PM’S as­ser­tion in­ad­e­quate, flawed

Lesotho Times - - Leader - ut­loang ka­jeno

AT the height of the in­sta­bil­ity of the previous coali­tion govern­ment that was in power from May 2012 to April 2015, then leader of the main op­po­si­tion Demo­cratic Congress (DC) and now in­cum­bent Prime Min­is­ter Pakalitha Mo­sisili in 2014 thun­dered in one of his many fa­mous speeches that govern­ment could by law, be formed in par­lia­ment with­out the hold­ing of an elec­tion in the event of a no con­fi­dence vote.

In this speech, the then leader of the op­po­si­tion was ad­dress­ing the pos­si­bil­ity that the po­lit­i­cal par­ties of the congress for­ma­tion could co­a­lesce and un­seat the govern­ment of the day through a vote of no con­fi­dence with­out the coun­try hold­ing a snap gen­eral elec­tion.

Dr Mo­sisili was cor­rect. He was quot­ing sec­tion 83 of the Con­sti­tu­tion of Le­sotho that pro­vides among oth­ers :83(4) “In ex­er­cise of his pow­ers to dis­solve or pro­rogue Par­lia­ment, the King shall act in ac­cor­dance with ad­vise of the Prime Min­is­ter: Pro­vided that — (a) if the Prime Min­is­ter rec­om­mends a dis­so­lu­tion and the King con­sid­ers that the Govern­ment of Le­sotho can be car­ried on with­out a dis­so­lu­tion and that a dis­so­lu­tion would not be in the in­ter­ests of Le­sotho, he may, act­ing in ac­cor­dance with the ad­vice of the Coun­cil of State, refuse to dis­solve Par­lia­ment; (b) if the Na­tional Assem­bly passes a res­o­lu­tion of no con­fi­dence in the Govern­ment of Le­sotho and the Prime Min­is­ter does not within three days there­after ei­ther or re­sign or ad­vise a dis­so­lu­tion the King may, act­ing in ac­cor­dance with the ad­vice of the Coun­cil of State, dis­solve Par­lia­ment; and (c) if the of­fice of the Prime Min­is­ter is va­cant and the King con­sid­ers that there is no prospect of his be­ing able within a rea­son­able time to find a per­son who is the leader of a po­lit­i­cal party or a coali­tion of po­lit­i­cal par­ties that will com­mand the sup­port of a ma­jor­ity of the mem­bers of the Na­tional Assem­bly, he may, act­ing in ac­cor­dance with the ad­vice of the Coun­cil of State, dis­solve Par­lia­ment.”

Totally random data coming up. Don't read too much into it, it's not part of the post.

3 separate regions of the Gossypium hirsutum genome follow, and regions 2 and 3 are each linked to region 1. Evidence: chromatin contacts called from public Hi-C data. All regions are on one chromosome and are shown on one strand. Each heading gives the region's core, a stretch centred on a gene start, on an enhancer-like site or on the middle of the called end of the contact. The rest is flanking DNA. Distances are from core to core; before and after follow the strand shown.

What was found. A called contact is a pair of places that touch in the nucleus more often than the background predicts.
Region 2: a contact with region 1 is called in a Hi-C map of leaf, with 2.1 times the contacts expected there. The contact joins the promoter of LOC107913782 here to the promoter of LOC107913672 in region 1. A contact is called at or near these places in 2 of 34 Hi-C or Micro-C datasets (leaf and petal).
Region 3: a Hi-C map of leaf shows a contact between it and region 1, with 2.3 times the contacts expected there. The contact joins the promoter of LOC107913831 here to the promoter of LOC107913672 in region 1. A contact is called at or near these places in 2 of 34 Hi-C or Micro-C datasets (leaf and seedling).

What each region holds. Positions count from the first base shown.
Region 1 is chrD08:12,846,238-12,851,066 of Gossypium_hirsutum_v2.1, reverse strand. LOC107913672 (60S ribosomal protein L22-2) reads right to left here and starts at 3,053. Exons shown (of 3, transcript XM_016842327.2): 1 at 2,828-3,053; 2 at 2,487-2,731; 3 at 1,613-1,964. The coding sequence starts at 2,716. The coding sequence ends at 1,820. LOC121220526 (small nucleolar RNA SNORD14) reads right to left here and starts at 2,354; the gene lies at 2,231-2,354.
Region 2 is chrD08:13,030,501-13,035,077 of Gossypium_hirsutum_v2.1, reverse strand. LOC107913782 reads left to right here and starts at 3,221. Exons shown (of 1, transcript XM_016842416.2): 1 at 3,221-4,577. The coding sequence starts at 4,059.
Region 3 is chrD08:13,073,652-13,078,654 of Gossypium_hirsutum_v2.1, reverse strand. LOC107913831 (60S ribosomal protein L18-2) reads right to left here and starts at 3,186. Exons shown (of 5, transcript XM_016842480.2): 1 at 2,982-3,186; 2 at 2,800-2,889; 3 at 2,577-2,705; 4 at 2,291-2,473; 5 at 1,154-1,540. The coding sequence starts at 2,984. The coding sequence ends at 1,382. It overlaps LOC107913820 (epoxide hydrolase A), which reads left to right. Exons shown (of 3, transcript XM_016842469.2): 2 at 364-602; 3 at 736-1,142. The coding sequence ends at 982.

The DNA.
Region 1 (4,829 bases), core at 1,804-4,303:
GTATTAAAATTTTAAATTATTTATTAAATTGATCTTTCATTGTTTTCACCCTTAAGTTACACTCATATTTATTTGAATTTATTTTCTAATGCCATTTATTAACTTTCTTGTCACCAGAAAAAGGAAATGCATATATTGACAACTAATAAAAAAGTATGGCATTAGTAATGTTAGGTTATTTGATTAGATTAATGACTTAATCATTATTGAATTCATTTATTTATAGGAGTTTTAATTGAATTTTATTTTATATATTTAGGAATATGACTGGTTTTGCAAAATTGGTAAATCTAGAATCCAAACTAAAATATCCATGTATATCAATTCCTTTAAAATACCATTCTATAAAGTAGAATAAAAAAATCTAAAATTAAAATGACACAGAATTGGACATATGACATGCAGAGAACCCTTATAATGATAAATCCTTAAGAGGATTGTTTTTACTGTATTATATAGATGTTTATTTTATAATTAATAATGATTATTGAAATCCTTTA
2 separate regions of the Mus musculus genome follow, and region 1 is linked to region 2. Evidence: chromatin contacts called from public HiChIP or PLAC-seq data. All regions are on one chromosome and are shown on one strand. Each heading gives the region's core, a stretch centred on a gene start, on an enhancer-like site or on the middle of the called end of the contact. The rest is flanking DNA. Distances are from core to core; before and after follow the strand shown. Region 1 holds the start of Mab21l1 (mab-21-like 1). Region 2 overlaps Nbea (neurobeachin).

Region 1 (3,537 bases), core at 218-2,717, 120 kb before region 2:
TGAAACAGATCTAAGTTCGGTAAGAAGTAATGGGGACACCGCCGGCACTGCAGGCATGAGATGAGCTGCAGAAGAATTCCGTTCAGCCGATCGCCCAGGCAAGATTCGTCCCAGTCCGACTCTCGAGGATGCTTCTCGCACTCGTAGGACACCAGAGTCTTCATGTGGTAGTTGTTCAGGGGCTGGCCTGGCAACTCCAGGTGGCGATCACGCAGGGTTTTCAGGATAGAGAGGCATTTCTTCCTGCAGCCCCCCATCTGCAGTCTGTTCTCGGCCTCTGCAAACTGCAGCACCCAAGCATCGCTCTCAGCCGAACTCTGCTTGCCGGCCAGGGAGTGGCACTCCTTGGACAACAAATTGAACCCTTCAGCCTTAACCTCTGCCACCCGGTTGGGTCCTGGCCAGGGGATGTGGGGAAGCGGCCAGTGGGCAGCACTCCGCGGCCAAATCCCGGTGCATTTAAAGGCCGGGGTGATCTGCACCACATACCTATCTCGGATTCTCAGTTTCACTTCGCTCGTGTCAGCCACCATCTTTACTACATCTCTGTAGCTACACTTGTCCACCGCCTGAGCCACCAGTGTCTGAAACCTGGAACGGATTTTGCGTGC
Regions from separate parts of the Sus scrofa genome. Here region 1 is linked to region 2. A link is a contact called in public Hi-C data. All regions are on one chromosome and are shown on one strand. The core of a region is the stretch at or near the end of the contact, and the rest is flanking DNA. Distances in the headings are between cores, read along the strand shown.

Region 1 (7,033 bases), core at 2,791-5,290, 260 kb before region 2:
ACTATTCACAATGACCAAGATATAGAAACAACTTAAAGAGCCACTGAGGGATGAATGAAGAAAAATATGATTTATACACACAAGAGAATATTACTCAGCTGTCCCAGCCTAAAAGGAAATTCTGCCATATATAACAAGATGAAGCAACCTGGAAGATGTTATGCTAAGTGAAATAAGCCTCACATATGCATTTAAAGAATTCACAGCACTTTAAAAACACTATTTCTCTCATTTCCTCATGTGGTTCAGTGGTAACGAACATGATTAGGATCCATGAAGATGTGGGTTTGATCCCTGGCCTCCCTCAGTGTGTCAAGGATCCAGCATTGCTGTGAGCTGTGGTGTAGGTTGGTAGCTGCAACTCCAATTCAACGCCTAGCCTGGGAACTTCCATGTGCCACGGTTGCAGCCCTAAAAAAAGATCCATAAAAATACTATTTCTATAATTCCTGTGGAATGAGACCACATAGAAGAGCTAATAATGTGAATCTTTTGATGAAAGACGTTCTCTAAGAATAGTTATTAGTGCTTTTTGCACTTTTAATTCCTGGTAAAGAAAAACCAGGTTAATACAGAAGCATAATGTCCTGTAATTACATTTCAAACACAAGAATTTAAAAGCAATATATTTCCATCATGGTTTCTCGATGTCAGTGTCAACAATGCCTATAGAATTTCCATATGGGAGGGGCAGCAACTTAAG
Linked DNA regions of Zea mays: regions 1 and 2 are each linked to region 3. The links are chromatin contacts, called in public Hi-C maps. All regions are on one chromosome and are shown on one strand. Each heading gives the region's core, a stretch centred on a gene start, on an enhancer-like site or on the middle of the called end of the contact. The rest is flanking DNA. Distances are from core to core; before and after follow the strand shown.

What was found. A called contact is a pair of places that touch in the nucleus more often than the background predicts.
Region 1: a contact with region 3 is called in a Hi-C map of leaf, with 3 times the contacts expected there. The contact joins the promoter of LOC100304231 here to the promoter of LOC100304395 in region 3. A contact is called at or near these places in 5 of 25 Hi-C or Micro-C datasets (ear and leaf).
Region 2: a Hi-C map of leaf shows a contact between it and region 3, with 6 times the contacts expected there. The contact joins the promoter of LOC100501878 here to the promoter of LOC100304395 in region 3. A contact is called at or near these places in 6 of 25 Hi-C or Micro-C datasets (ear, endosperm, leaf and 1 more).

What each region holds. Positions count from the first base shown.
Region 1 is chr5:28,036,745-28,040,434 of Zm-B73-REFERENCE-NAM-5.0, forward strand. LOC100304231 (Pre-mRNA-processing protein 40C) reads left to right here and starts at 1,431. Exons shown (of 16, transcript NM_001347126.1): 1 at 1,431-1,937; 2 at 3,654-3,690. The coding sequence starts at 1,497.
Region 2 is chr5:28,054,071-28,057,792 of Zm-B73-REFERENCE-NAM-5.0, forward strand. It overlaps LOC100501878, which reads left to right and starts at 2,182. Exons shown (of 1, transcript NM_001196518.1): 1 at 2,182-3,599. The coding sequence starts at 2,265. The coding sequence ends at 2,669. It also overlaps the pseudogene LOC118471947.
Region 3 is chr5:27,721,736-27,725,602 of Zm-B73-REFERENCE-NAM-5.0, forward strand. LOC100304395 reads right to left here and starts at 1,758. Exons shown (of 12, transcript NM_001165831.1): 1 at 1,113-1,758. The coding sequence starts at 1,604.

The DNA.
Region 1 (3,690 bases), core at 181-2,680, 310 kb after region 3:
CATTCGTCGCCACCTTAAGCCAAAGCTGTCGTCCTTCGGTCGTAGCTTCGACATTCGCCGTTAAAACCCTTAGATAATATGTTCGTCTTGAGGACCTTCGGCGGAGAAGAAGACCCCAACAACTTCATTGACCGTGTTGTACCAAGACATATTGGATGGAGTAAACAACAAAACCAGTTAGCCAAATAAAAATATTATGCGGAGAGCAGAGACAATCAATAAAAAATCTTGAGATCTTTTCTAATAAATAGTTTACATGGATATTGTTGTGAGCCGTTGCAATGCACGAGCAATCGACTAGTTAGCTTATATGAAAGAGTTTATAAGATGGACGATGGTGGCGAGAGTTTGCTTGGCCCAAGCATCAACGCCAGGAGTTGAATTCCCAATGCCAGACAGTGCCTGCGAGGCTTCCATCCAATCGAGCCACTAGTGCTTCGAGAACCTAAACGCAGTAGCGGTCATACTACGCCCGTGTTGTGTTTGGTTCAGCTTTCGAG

In ad­dress­ing the DC lead­er­ship con­fer­ence the PM how­ever, un­like in the past, upon re­al­iz­ing that the prospect of the loom­ing vote of no con­fi­dence was a sad re­al­ity, opted to leave out cer­tain salient pro­vi­sions of the Con­sti­tu­tion. Whether he left them out de­lib­er­ately or not we might never know.

These sub­sec­tions are the fol­low­ing, namely: (a) and (c).

Sub­sec­tion (a) pro­vides that if the PM rec­om­mends to the King that he dis­solves Par­lia­ment but that the King con­sid­ers that the govern­ment of Le­sotho can be car­ried on with­out dis­so­lu­tion and that a dis­so­lu­tion would not be in the in­ter­ests of Le­sotho, the King may, act­ing in ac­cor­dance with the ad­vice of the Coun­cil of State, refuse to dis­solve Par­lia­ment.